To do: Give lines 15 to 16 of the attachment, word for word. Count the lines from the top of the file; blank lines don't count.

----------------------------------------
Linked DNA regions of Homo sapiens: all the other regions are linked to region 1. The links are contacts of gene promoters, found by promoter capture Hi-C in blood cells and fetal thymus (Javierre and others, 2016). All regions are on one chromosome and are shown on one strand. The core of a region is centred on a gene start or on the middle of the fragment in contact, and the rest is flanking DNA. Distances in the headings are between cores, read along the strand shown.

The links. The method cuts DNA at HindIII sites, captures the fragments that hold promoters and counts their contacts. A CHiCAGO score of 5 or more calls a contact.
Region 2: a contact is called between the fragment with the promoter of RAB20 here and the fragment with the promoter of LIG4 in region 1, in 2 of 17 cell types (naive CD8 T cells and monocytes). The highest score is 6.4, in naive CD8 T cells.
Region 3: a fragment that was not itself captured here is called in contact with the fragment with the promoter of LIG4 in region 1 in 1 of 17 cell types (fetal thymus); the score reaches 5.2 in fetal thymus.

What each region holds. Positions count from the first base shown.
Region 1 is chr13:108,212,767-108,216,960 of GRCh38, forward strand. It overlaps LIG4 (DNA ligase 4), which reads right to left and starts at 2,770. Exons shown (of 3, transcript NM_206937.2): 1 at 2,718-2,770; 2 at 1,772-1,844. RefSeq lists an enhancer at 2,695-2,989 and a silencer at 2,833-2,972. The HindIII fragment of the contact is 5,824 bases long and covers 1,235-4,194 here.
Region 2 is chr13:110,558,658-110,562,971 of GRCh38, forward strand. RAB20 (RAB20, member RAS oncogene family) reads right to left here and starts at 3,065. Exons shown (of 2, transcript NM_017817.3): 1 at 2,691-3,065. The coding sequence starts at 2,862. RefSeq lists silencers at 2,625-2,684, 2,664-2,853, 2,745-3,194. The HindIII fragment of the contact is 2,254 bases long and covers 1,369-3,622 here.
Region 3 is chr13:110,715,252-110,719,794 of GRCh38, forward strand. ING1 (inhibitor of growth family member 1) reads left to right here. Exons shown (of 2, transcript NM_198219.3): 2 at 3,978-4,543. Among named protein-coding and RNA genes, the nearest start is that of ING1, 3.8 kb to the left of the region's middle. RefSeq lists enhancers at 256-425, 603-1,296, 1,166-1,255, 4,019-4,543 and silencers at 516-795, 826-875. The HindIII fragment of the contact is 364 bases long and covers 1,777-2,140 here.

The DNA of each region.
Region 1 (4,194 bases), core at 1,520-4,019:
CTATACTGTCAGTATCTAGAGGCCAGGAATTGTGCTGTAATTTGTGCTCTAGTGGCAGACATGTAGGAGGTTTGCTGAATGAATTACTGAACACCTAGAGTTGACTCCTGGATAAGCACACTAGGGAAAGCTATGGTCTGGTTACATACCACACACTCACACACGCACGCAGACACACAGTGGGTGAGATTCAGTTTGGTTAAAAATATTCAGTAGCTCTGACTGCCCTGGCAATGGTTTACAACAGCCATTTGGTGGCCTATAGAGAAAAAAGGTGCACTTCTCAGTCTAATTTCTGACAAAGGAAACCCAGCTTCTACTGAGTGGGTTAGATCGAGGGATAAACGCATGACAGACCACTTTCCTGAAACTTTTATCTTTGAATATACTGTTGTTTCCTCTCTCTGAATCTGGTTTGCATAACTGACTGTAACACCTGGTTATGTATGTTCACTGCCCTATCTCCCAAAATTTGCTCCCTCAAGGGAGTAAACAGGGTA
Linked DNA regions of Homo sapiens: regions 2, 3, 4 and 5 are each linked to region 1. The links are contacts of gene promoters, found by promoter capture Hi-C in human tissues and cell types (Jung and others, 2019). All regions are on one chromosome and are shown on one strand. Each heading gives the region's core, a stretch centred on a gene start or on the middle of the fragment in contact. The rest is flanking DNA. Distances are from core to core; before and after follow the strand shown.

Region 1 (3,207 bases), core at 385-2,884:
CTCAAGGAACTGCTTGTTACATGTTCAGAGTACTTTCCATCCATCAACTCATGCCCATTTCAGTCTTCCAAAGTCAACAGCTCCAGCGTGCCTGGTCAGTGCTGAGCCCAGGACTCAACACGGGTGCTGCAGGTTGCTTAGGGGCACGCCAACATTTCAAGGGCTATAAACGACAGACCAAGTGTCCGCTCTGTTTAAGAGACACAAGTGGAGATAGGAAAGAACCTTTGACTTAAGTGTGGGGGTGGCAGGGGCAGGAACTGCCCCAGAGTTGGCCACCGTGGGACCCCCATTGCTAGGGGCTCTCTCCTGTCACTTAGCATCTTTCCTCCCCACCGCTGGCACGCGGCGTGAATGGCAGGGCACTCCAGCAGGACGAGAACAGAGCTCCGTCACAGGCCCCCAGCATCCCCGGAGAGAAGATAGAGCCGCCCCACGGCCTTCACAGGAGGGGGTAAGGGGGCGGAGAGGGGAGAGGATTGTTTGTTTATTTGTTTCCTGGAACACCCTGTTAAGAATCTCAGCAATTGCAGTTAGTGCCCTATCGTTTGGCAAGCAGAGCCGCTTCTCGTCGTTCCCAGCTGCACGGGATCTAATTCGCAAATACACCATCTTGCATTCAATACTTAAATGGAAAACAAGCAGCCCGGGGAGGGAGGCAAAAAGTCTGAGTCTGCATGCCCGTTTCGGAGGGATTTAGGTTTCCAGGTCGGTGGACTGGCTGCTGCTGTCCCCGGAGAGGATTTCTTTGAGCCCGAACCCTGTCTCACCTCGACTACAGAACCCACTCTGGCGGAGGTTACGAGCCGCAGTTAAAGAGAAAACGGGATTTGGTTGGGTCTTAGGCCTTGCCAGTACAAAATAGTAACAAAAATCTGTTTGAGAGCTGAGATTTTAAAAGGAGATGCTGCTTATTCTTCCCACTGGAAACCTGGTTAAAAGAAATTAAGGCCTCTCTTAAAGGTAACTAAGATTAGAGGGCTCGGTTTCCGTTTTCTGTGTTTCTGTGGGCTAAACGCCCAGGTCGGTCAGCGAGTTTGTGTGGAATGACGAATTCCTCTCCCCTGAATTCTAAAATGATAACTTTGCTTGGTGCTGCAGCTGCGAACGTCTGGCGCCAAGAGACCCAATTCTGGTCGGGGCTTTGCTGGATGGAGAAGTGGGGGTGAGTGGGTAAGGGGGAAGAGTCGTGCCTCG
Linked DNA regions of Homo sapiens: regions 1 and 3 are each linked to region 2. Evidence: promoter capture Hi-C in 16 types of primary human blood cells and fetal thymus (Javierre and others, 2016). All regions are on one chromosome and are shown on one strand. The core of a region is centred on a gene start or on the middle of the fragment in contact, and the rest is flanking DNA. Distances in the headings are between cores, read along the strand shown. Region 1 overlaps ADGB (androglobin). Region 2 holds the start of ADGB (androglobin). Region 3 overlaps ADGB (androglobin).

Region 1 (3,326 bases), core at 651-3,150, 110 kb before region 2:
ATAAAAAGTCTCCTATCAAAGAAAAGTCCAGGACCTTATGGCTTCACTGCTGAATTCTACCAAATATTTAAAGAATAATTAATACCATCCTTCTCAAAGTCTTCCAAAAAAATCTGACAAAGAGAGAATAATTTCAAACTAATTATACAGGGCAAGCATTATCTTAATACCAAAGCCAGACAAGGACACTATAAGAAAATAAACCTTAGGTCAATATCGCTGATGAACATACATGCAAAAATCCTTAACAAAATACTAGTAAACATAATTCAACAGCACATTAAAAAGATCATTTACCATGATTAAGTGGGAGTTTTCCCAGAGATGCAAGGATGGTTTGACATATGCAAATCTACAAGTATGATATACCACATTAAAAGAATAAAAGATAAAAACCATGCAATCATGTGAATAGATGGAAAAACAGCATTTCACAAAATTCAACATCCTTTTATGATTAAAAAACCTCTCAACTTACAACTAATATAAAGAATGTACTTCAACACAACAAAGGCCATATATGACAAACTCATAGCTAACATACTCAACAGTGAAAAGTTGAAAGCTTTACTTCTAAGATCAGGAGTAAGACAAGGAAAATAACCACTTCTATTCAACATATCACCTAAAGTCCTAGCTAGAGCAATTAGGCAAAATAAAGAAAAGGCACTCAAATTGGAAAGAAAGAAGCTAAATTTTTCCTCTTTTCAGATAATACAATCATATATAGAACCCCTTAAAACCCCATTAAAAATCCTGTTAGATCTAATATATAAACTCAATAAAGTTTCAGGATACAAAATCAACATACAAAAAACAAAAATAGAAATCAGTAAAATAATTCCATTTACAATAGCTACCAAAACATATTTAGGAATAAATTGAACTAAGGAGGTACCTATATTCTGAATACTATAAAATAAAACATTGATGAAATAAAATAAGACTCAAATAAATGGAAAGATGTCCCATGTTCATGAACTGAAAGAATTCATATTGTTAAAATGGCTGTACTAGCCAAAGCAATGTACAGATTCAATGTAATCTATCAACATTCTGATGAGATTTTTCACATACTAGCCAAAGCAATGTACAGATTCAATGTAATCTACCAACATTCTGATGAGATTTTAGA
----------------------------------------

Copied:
Linked DNA regions of Homo sapiens: regions 1 and 3 are each linked to region 2. Evidence: promoter capture Hi-C in 16 types of primary human blood cells and fetal thymus (Javierre and others, 2016). All regions are on one chromosome and are shown on one strand. The core of a region is centred on a gene start or on the middle of the fragment in contact, and the rest is flanking DNA. Distances in the headings are between cores, read along the strand shown. Region 1 overlaps ADGB (androglobin). Region 2 holds the start of ADGB (androglobin). Region 3 overlaps ADGB (androglobin).

Region 1 (3,326 bases), core at 651-3,150, 110 kb before region 2: